Thus the prefix ‘super’ deliberately adds a contemporary charge – suggesting a vernacular for the 21st century that is not nostalgic or regressive, that doesn’t, as BIO27 Advisory Board member and anthropologist Blaž Bajič observes, present pre-modern practices as solutions to post-modern problems, but uses them as points of departure to makes connections across histories and cultures, between ancestral ecological knowledge and science, open-source technologies and systems thinking.
“In a global context, we showcase designers taking inspiration from their own vernacular cultures – a fertile ground for exploration in Slovenia and Europe – and, when designers work across cultures, we focus on relationships and protocols founded on mutuality and respect.”Ria Hawthorn, Assistant Curator
“With the Reflectometer, Our-Sci, the Bionutrient Food Association, and the Bionutrient Institute are working in collaboration to build a community of meter users. Applications for the Our Sci Reflectometer include estimating nutritional outcomes in food, measuring chlorophyll in leaves as well as predicting soil carbon,” Dr. Dan TerAvest, Our Sci LLC
Sebastian Klemm: Super Vernaculars comprises an Exhibition with four sections and a Production Platform. The exhibition section titled Negotiating Traditions also features the Our Sci Reflectometer. Can you tell us a bit more about the Exhibition section themes?
Ria Hawthorn, Assistant Curator: The exhibition narrative begins with the Introduction – Forgotten Vernaculars which sets out the ideas behind the Super Vernaculars theme. It is an assemblage of objects and ideas from different eras and cultures, and shows how ancient practices can act as catalysts for new departures as well as reminding us of ways of living that are more in tune with the natural world. This section also illuminates the under-acknowledged but influential dialogue between 20th century designers and the vernacular.
Negotiating Traditions shows the many ways in which designers are subverting, reimagining and adapting vernacular and traditional knowledge and practices to address contemporary needs and challenges, and to shift thinking and acting away from the current energy-intensive and resource-draining modes of production.
In Reimagining Systems & Infrastructures, we see how vernacular design principles are inspiring the reimagining of technologies, infrastructures and production processes and examine systems such as construction, materials, energy and water.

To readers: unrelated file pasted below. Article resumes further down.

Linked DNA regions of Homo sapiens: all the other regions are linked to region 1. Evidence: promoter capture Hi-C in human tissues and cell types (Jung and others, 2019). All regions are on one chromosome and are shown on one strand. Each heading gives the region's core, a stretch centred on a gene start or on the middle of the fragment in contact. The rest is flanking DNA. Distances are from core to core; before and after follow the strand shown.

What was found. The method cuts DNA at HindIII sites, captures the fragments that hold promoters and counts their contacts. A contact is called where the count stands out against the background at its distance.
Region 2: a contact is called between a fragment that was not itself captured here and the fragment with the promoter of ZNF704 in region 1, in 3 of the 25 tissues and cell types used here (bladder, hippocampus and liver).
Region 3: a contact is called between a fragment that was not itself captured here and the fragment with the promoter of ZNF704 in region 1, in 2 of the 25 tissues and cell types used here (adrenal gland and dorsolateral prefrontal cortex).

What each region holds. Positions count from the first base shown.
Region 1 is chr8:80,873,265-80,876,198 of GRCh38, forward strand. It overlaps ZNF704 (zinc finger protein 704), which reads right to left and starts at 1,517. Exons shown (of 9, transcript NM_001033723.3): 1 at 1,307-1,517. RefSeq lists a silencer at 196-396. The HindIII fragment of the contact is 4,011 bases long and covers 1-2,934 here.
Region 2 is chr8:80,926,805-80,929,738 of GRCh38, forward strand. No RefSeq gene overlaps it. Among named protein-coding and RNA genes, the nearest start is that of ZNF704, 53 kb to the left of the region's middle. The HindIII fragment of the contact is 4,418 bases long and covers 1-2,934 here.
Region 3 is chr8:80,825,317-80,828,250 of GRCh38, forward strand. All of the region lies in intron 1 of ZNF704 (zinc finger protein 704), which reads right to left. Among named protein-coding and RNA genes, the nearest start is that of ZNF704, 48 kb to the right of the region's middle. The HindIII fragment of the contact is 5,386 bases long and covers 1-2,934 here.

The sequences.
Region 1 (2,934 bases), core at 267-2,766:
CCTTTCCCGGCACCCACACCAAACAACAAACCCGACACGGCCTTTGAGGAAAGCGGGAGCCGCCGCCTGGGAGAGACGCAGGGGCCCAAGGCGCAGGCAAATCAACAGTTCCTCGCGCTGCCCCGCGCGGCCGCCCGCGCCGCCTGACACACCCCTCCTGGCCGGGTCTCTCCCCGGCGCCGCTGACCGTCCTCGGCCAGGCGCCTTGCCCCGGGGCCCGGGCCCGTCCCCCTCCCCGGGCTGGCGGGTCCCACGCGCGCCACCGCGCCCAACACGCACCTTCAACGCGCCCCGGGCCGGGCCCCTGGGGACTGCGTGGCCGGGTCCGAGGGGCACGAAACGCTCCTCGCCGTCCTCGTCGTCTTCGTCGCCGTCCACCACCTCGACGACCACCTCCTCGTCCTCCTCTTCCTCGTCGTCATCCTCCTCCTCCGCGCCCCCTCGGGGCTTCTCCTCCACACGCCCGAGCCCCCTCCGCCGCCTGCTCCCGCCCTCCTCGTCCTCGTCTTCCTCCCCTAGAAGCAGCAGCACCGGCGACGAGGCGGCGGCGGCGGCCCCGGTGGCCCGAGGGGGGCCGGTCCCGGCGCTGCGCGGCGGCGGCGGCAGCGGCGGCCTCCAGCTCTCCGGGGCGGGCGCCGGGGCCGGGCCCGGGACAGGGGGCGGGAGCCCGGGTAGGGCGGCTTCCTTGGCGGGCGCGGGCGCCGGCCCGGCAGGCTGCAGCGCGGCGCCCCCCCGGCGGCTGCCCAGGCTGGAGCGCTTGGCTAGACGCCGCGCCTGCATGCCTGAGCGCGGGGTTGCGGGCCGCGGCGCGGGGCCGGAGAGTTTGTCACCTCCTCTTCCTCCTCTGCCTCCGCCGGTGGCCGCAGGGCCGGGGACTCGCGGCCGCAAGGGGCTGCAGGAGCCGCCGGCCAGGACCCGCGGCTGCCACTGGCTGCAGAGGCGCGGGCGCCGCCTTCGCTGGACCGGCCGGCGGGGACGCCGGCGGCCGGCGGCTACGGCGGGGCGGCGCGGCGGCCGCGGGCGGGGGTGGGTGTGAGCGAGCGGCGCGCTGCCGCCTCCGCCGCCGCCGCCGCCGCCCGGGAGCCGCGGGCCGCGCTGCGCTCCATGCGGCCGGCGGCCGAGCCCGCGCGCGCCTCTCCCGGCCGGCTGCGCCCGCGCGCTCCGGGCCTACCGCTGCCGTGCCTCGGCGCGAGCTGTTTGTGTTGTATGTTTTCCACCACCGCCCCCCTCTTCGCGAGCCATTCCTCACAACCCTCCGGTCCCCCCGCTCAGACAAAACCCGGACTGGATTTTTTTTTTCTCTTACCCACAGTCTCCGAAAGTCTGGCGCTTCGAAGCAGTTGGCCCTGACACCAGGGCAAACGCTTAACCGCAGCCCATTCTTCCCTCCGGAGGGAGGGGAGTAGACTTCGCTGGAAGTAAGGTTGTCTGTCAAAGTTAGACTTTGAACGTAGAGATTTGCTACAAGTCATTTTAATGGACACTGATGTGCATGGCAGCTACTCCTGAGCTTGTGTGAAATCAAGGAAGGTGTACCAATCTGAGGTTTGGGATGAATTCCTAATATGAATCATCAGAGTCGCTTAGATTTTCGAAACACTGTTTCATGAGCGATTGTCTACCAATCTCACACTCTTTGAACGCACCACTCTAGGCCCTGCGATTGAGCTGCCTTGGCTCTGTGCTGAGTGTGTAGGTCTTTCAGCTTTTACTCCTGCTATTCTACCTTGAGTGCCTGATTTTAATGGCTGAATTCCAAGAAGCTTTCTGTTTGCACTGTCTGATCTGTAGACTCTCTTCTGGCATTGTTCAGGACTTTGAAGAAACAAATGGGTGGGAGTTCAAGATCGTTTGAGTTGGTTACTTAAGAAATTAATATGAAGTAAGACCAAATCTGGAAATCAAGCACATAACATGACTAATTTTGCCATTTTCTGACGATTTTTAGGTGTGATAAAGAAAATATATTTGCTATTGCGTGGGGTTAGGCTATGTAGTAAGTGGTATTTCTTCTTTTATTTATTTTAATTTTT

The final theme, Catalysing Community focuses on projects that put people and communities at the heart of design thinking. Ensuring fair and equal participation in regenerative change is critical to a lasting impact and we explore how designers can galvanise action and celebrate commonalities by using shared stories to connect people to each other and to their ecosystems.
“We want users to be able to measure soil carbon, leaf chlorophyll content, brix from extracted sap, and the density of a pear fruit all at the same time with the same instrument. This not only reduces the cost and increases utility, it also spreads our development costs across multiple applications. Our Reflectometer design accommodates all of these uses,” Dr. Dan TerAvest, Our Sci LLC
Sebastian Klemm: Being noninvasive, nondestructive and open source, the Our Sci Reflectometer is an accessible tool to monitor Soil Carbon, improve field-level management as well as guide regional politics that support food security and simultaneously tackling climate change. What differentiated mindset and values do you see reflected in Our Sci’s approach to address regional and global issues at scale?
Ria Hawthorn, Assistant Curator: Part of the Slow Tools movement, Our Sci aims to equip small farmers with the analytical tools and scientific understanding that are used by big agriculture corporations, but are prohibitively expensive for individuals.
Our Sci’s affordable Reflectometer is a tool that can empower individuals and communities to better understand their land, how different farming practices can affect it and can give them the knowledge to advocate for themselves at a regional or policy level. The movement aims to develop networks which can share information about farming methods that can regenerate land that has been degraded by industrial farming practices.